Health Reform Weekly

A weekly compilation from Aetna of health care-related developments in Washington, D.C. and state legislatures across the country.


Week of September 3, 2013

A study published in the Journal of American Medicine shows that programs designed to improve quality and reduce costs, such as Accountable Care Organizations (ACO), can also lower costs for patients outside the program who see the same providers. An ACO is a network of doctors and hospitals that shares responsibility for providing care to a specific group of patients. There are already more than 428 ACOs in the U.S., serving an estimated 14 percent of the population, including both Medicare and private-insurance patients.

Many ACO agreements only a cover a portion of the patients in a health care network, which means the rest of the patients served by those providers are in a traditional fee-for-service model. However, researchers at the Harvard Medical School say there appears to be a “spillover savings” for all patients in the network – savings were significant, in excess of 3 percent, according to the study.


The Congressional Budget Office (CBO) has lowered its projection of spending growth in the
fee-for-service portion of Medicare over the next few years. CBO had previously projected annual spending growth of 3.1 percent per year between 2010 and 2020. The new projection estimates average annual growth of 1.9 percent between those years. The CBO report notes that the slowdown in spending growth is not driven by the economic recession’s effect on beneficiaries’ demand for services but rather other factors, such as the way care is delivered to beneficiaries.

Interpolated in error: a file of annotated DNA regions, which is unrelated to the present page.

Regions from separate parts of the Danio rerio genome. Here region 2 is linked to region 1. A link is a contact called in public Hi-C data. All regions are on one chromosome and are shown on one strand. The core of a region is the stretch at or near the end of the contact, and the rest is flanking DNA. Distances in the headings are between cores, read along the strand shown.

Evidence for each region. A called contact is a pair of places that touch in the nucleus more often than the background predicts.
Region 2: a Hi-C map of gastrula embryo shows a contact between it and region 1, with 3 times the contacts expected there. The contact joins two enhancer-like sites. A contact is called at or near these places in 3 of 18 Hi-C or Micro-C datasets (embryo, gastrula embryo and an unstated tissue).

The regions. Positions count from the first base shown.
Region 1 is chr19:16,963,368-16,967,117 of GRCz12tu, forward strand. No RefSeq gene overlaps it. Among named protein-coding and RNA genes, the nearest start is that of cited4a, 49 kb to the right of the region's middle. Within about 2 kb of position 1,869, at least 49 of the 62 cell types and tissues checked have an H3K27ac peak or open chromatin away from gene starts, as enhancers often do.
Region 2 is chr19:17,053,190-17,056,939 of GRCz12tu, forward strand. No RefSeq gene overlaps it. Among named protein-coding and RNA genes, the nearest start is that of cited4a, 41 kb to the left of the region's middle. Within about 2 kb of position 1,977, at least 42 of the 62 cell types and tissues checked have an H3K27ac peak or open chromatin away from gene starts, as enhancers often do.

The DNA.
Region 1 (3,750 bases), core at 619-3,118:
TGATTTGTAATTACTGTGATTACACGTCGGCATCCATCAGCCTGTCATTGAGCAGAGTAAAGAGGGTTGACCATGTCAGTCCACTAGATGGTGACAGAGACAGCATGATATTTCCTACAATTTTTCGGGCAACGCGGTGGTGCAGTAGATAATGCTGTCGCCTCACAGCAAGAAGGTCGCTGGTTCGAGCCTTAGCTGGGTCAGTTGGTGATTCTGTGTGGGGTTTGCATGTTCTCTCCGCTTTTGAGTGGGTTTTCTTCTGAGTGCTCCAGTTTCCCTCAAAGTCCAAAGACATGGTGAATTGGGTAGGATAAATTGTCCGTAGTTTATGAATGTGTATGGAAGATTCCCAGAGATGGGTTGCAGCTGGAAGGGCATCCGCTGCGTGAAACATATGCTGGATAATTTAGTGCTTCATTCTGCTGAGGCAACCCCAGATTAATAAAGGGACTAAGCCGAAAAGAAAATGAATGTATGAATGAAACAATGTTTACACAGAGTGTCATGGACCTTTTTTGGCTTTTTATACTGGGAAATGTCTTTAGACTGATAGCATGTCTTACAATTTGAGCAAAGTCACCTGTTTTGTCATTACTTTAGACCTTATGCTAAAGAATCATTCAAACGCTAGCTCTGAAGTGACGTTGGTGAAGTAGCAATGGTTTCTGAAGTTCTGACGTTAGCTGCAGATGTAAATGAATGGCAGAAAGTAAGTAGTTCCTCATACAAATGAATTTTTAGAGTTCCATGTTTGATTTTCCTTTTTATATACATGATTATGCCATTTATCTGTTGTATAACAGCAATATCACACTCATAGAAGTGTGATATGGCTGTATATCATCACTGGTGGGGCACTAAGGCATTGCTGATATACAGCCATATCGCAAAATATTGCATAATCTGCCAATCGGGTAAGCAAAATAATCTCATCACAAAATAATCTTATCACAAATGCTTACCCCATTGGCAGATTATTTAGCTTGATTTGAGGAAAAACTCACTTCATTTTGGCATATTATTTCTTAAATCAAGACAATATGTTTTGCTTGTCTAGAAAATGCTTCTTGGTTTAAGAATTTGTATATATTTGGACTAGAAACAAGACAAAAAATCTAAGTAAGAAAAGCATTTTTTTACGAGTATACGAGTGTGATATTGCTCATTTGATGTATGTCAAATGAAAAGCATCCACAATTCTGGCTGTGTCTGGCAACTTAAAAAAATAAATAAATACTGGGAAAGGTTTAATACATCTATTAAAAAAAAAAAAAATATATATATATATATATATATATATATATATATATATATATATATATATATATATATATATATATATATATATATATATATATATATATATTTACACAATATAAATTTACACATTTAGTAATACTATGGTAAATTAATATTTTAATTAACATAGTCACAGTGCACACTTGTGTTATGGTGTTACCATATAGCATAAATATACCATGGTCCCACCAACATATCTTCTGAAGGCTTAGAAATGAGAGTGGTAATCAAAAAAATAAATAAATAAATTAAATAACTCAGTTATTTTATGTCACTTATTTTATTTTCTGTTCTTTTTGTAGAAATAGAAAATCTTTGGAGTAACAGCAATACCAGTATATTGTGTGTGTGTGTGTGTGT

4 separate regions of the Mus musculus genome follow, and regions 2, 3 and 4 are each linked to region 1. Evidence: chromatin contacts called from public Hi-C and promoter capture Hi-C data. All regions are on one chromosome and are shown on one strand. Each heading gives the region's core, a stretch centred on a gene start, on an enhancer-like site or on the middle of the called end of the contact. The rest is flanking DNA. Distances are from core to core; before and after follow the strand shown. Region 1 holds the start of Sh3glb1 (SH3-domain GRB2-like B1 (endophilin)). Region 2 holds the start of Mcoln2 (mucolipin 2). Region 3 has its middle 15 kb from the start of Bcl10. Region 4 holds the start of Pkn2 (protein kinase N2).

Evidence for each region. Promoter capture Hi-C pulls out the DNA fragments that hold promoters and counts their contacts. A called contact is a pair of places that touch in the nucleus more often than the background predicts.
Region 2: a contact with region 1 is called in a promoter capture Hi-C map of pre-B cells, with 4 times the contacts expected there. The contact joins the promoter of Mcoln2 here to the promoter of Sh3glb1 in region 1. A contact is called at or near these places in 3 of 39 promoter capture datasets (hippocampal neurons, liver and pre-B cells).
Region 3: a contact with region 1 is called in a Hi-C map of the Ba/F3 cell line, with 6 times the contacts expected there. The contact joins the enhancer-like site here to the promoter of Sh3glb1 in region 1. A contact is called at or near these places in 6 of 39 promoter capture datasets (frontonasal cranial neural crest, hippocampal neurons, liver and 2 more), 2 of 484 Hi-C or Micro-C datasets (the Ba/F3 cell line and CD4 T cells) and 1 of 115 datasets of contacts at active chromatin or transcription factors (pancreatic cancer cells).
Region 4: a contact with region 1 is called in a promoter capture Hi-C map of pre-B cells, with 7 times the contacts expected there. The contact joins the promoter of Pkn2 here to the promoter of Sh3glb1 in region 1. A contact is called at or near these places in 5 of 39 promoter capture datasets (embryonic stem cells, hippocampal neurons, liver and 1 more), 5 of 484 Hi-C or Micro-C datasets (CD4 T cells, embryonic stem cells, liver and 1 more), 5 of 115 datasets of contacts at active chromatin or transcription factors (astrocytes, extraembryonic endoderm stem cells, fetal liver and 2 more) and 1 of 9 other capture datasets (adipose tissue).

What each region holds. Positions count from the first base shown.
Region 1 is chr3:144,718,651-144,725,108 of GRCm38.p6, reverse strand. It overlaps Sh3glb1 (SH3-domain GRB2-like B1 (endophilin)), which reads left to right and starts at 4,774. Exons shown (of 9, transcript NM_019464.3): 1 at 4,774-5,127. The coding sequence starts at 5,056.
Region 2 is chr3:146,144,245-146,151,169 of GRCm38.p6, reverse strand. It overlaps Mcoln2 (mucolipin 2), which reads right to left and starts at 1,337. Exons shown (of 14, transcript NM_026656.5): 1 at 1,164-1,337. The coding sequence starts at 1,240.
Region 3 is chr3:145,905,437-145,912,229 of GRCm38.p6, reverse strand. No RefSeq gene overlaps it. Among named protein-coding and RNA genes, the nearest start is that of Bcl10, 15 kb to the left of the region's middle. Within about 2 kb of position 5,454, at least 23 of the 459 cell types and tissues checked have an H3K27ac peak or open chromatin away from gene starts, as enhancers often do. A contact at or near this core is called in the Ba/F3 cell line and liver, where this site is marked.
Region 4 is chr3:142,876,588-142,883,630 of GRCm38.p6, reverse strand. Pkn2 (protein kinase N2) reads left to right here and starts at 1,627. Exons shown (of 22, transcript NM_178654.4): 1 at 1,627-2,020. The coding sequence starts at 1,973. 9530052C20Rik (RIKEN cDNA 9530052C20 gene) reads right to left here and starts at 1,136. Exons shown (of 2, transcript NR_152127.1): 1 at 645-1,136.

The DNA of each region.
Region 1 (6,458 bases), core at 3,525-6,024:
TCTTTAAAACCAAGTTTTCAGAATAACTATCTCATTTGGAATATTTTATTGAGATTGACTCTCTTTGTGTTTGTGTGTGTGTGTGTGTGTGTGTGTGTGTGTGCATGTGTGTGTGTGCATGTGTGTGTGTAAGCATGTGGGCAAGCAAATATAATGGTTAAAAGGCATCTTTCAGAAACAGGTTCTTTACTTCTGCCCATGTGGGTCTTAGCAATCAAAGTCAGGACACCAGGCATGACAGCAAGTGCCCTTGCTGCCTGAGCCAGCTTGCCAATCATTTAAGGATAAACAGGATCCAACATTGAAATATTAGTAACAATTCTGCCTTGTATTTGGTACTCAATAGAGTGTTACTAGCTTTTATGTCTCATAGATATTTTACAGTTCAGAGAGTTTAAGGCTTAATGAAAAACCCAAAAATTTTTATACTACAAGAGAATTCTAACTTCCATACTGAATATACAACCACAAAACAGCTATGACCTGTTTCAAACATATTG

Also last week, the U.S. Department of the Treasury released the final rule on the requirement for individuals to maintain minimum essential coverage.  This final regulation defines the types of minimum essential coverage that will satisfy the coverage requirements, identifies those individuals subject to the requirements, and describes how individuals can request an exemption. The Department did not issue final rules on whether certain types of coverage – such as Medicaid coverage for medically needy individuals, and limited benefit TRICARE programs – will qualify as minimum essential coverage. The Department plans on addressing these issues through future regulations that will be finalized prior to January 1, 2014.    


CALIFORNIA: The Department of Health Care Services last week delayed the launch of its dual eligible demonstration project. Cal MediConnect, previously scheduled to start Jan. 1, 2014 is now slated to launch no sooner than April 2014. Cal MediConnect aims to integrate Medicare and Medi-Cal services and funding for about 1 million Californians who are eligible for both programs. The demonstration project will target eight California counties when it is launched.